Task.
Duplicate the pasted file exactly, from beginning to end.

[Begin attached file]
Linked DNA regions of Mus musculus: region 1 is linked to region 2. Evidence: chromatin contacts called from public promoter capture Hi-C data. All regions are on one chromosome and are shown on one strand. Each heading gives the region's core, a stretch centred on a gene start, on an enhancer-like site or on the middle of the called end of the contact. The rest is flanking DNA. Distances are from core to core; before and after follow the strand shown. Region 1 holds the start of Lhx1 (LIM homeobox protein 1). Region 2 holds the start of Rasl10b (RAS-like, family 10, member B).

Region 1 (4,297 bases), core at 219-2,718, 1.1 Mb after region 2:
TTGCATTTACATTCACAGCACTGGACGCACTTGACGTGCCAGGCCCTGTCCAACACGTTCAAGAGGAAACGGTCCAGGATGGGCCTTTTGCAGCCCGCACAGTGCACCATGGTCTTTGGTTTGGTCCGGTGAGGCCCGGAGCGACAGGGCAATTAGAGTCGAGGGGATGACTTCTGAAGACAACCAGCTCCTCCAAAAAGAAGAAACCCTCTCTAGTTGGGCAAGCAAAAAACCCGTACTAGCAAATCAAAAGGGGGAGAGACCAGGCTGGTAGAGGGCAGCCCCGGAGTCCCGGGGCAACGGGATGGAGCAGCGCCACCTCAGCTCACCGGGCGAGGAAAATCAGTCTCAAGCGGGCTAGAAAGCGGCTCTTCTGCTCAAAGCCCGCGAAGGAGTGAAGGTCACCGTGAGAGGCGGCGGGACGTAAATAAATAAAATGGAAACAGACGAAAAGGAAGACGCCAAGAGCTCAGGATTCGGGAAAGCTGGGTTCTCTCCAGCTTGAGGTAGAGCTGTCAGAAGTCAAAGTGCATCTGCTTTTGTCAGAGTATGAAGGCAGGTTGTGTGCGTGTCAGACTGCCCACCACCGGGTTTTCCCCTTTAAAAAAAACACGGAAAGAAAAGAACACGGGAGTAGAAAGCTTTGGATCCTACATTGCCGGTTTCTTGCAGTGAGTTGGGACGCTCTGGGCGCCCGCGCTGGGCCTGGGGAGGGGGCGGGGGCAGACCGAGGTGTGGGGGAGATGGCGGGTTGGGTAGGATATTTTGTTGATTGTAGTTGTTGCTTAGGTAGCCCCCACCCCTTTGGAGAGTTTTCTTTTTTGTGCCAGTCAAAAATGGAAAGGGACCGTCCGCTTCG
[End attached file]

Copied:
Linked DNA regions of Mus musculus: region 1 is linked to region 2. Evidence: chromatin contacts called from public promoter capture Hi-C data. All regions are on one chromosome and are shown on one strand. Each heading gives the region's core, a stretch centred on a gene start, on an enhancer-like site or on the middle of the called end of the contact. The rest is flanking DNA. Distances are from core to core; before and after follow the strand shown. Region 1 holds the start of Lhx1 (LIM homeobox protein 1). Region 2 holds the start of Rasl10b (RAS-like, family 10, member B).

Region 1 (4,297 bases), core at 219-2,718, 1.1 Mb after region 2:
TTGCATTTACATTCACAGCACTGGACGCACTTGACGTGCCAGGCCCTGTCCAACACGTTCAAGAGGAAACGGTCCAGGATGGGCCTTTTGCAGCCCGCACAGTGCACCATGGTCTTTGGTTTGGTCCGGTGAGGCCCGGAGCGACAGGGCAATTAGAGTCGAGGGGATGACTTCTGAAGACAACCAGCTCCTCCAAAAAGAAGAAACCCTCTCTAGTTGGGCAAGCAAAAAACCCGTACTAGCAAATCAAAAGGGGGAGAGACCAGGCTGGTAGAGGGCAGCCCCGGAGTCCCGGGGCAACGGGATGGAGCAGCGCCACCTCAGCTCACCGGGCGAGGAAAATCAGTCTCAAGCGGGCTAGAAAGCGGCTCTTCTGCTCAAAGCCCGCGAAGGAGTGAAGGTCACCGTGAGAGGCGGCGGGACGTAAATAAATAAAATGGAAACAGACGAAAAGGAAGACGCCAAGAGCTCAGGATTCGGGAAAGCTGGGTTCTCTCCAGCTTGAGGTAGAGCTGTCAGAAGTCAAAGTGCATCTGCTTTTGTCAGAGTATGAAGGCAGGTTGTGTGCGTGTCAGACTGCCCACCACCGGGTTTTCCCCTTTAAAAAAAACACGGAAAGAAAAGAACACGGGAGTAGAAAGCTTTGGATCCTACATTGCCGGTTTCTTGCAGTGAGTTGGGACGCTCTGGGCGCCCGCGCTGGGCCTGGGGAGGGGGCGGGGGCAGACCGAGGTGTGGGGGAGATGGCGGGTTGGGTAGGATATTTTGTTGATTGTAGTTGTTGCTTAGGTAGCCCCCACCCCTTTGGAGAGTTTTCTTTTTTGTGCCAGTCAAAAATGGAAAGGGACCGTCCGCTTCG